In contrast to Xavi’s growing dominance, Andreas Iniesta hasn’t really made an impact, having a very stop-start season on the back of a lot of injuries. Given the overall strength of the team, his absence wasn’t too keenly felt, though something like this was very much lacking from the second leg against Inter, I don’t recall a single shot from distance in that game bar Bojan’s disallowed gol (more of the Inter game later)


Forwards


Up front was where the team changed almost completely. With Sammy gone to play right back for Inter and Titi Henry going into semi-retirement, there were two slots to fill alongside Leo Messi. One round hole would have the square peg that is Zlatan hammered into it. The other was filled by Pedro, who’s really stepped up, pushing Bojan out for most the season (Bojan, made of sterner stuff than one might think, had a barn-storming end to the season and starting most of the games going down the stretch ahead of Zlatan)





Ah Zlatan, a more polarising force one could not find. I think he did pretty well in his first season. He’s not Sammy and was never going to be part of a fluid front three in the same way. He scored 21 gols, including two against Arsenal, crucial gols away at Stuttgart and Mallorca and of course, rifling one past Casillas in the clasico. That said, he did play with all the effectiveness of a wardrobe or a dining room table between Christmas and mid-March and frequently looked out of sync with the rest of the team. The problem is, I think anyway, was that while he was brought in to give Barça a different way of playing, another option, they never ever used it. There were never balls over the top for him to run onto, early crosses for him to head down and there were never going to be, the team can’t just change it’s style of play like that. And moreover, they didn’t have to. Bar the Inter game, they haven’t had to come back or try something different. They lost one league game all season, 2-1 away to Atletico, four games in all, with only two being of any consequence, the Copa del Rey tie against Sevilla and the 3-1 disaster in Milan.


Where he fits in now with the signing of David Villa I really don’t know. Despite the ‘7’ on his shirt, Villa is a number 9 and it seems unlikely that they can both play together. I’m hoping this doesn’t result in another Henry - ’dinho - Eto’o - Messi type problem where the club just had too many players for the same positions. I wouldn’t like to see him sold, especially as it would likely be at a huge loss but it may come to that. He’s surely 4th in the queue behind Messi, Villa and Pedro.


And so to Leo, destroyer of worlds, slayer of demons and scorer a ridiculous forty-seven gols. Playing in any of the three forward positions and even as an attacking midfielder, there are scarcely words to describe his performances this season. Hat-tricks against Tenerife, Valencia, Saragossa and four against Arsenal, where does one begin? I am consistently impressed by Messi’s un-showy brilliance, he’s the very antithesis of the whinging, pouting CR9. His gol against Real was Leo in microcosm. Cleared out of it by Sergio Ramos, he got up, received the free kick himself from Maxwell, played a one-two with Xavi and scored. All very matter-of-factly and amazing just the same. I’m pretty much in love with Leo, Antonella Roccuzzo move over.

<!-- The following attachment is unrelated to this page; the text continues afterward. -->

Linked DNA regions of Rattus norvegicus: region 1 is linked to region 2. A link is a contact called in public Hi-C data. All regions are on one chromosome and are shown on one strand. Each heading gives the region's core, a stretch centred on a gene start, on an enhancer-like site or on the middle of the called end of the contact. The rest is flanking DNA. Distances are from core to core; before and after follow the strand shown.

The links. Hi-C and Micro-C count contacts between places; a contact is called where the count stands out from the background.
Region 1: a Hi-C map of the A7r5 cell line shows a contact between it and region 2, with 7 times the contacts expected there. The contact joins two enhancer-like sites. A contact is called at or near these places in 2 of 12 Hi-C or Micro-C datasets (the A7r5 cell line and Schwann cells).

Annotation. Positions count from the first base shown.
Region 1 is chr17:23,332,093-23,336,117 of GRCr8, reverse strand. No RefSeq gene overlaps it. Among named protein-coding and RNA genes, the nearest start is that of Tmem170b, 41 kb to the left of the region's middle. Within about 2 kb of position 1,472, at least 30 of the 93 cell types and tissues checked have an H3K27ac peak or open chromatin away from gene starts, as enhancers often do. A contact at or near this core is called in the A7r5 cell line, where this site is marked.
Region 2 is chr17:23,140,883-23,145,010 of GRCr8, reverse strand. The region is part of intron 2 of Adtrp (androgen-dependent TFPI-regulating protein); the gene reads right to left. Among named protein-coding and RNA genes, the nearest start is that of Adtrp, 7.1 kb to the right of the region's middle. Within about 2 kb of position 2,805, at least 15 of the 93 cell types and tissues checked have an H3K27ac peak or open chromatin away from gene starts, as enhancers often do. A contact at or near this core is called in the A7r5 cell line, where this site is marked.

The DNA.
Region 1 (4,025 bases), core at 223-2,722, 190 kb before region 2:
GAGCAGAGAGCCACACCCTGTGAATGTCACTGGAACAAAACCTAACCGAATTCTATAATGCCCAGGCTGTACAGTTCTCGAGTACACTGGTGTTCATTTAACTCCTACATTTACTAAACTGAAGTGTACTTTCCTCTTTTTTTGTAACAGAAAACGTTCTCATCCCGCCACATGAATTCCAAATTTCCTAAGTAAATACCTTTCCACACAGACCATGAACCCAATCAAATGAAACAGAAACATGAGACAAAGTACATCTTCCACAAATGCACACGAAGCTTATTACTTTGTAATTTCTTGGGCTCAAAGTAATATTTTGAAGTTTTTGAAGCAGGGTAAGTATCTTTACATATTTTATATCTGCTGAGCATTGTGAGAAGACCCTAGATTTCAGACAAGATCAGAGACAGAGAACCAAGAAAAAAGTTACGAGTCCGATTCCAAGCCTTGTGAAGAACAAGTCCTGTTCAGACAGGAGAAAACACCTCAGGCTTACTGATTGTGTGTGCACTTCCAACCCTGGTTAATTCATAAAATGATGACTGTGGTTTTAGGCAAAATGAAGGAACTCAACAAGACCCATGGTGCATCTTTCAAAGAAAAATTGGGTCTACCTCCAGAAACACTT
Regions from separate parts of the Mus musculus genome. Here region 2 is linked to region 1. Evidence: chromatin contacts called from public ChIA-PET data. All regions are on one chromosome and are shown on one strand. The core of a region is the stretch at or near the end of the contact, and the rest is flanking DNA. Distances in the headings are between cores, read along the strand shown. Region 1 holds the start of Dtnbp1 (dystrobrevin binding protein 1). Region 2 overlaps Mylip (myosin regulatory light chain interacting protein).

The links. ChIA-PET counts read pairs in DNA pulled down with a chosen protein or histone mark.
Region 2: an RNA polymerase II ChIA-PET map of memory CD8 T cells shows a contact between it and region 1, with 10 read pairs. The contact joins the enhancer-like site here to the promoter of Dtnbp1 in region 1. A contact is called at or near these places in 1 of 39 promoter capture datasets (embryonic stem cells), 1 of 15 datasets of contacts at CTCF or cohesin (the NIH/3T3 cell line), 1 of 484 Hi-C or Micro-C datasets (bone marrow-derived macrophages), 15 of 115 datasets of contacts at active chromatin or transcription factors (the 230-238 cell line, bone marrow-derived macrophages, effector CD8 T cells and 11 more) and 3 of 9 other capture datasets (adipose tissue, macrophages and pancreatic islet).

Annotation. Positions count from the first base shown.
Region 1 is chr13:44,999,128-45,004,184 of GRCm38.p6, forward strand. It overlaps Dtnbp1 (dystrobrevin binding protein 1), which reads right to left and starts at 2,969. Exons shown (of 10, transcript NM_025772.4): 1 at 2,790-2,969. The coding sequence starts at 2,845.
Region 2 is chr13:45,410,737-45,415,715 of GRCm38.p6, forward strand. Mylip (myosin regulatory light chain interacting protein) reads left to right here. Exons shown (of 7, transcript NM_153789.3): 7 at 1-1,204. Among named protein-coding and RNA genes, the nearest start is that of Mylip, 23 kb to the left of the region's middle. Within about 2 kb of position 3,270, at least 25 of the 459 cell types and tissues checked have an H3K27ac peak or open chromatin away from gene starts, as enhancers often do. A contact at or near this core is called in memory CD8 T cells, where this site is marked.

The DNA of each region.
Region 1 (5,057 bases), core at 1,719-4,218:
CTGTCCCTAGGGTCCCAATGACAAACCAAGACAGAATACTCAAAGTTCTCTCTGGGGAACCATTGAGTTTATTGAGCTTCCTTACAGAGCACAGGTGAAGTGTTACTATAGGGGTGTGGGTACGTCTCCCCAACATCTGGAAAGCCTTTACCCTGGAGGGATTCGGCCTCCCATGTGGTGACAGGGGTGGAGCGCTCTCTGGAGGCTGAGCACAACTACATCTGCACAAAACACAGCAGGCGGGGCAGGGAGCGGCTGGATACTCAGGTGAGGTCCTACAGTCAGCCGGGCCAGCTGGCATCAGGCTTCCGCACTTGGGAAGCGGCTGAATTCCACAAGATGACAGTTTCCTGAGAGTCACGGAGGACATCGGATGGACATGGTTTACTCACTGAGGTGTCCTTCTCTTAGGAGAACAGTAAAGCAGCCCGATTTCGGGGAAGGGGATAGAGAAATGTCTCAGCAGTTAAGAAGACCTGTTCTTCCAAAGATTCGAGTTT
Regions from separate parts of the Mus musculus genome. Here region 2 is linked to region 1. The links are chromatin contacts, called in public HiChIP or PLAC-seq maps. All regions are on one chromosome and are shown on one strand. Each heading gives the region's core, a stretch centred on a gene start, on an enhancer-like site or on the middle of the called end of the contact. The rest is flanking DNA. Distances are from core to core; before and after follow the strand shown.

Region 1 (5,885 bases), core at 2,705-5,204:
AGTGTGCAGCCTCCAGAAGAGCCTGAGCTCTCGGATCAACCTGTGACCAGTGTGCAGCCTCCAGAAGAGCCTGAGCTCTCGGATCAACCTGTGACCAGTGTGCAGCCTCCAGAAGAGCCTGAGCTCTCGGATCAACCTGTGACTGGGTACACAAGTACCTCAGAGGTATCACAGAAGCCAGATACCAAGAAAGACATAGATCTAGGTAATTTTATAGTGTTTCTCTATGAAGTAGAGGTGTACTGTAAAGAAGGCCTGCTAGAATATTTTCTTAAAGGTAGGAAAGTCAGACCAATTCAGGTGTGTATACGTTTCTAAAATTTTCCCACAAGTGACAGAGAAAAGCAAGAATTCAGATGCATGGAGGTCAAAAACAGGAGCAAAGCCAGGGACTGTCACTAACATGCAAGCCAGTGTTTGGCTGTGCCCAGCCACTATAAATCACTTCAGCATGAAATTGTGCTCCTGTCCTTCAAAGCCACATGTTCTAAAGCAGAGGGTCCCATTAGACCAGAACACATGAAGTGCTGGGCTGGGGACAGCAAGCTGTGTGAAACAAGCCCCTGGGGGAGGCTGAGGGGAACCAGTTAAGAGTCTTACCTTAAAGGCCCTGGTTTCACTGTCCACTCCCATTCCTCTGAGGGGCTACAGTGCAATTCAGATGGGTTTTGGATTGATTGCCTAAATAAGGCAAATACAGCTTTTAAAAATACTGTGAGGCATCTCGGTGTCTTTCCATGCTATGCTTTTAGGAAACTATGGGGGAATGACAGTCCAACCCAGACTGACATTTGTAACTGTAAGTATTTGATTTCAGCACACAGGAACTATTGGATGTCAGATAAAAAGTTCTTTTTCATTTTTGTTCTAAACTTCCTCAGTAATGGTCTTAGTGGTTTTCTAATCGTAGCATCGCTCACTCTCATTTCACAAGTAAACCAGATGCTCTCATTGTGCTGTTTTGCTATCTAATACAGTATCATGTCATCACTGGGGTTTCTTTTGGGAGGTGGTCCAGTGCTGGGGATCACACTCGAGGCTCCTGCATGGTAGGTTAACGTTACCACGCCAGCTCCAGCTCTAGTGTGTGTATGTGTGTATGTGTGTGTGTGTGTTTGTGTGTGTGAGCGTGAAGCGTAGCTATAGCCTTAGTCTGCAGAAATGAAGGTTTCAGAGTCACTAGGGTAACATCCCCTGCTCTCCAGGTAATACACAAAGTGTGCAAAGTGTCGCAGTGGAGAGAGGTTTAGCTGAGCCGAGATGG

Taking this season as a whole, Barça have been otherworldly at times but were pushed all the way to the final day of the season by a rather pedestrian Real Madrid side who ground out results rather than blew teams away. Up until Madrid gave up playing against Malaga and settled for a draw there was just one point in it. I think it’ll be just as tight again next time out, especially with Jose Mourinho in charge at Madrid. The loss to Inter in the Champions League was disappointing but more for the flat performance in Milan than the inability to put more than one past them at the Camp Nou.


I’ll post something at the end of the week about David Villa, the upcoming presidential elections and the Fabregas situation. All that remains is...


Team of the season (4-3-3)


Victor Valdes (Barcelona)


Dani Alves

Gerard Pique

Carles Puyol (all Barcelona)

Filipe (Deportivo la Coruna)


Xavi (Barcelona)

Banega (Valencia)

Javi Martinez (Athletic Bilbao)


Messi (Barcelona)

Ronaldo (Real Madrid)

Navas (Sevilla)


Player of the season: Xavi (Barcelona)


Coach of the season: Gregorio Manzano (Real Mallorca)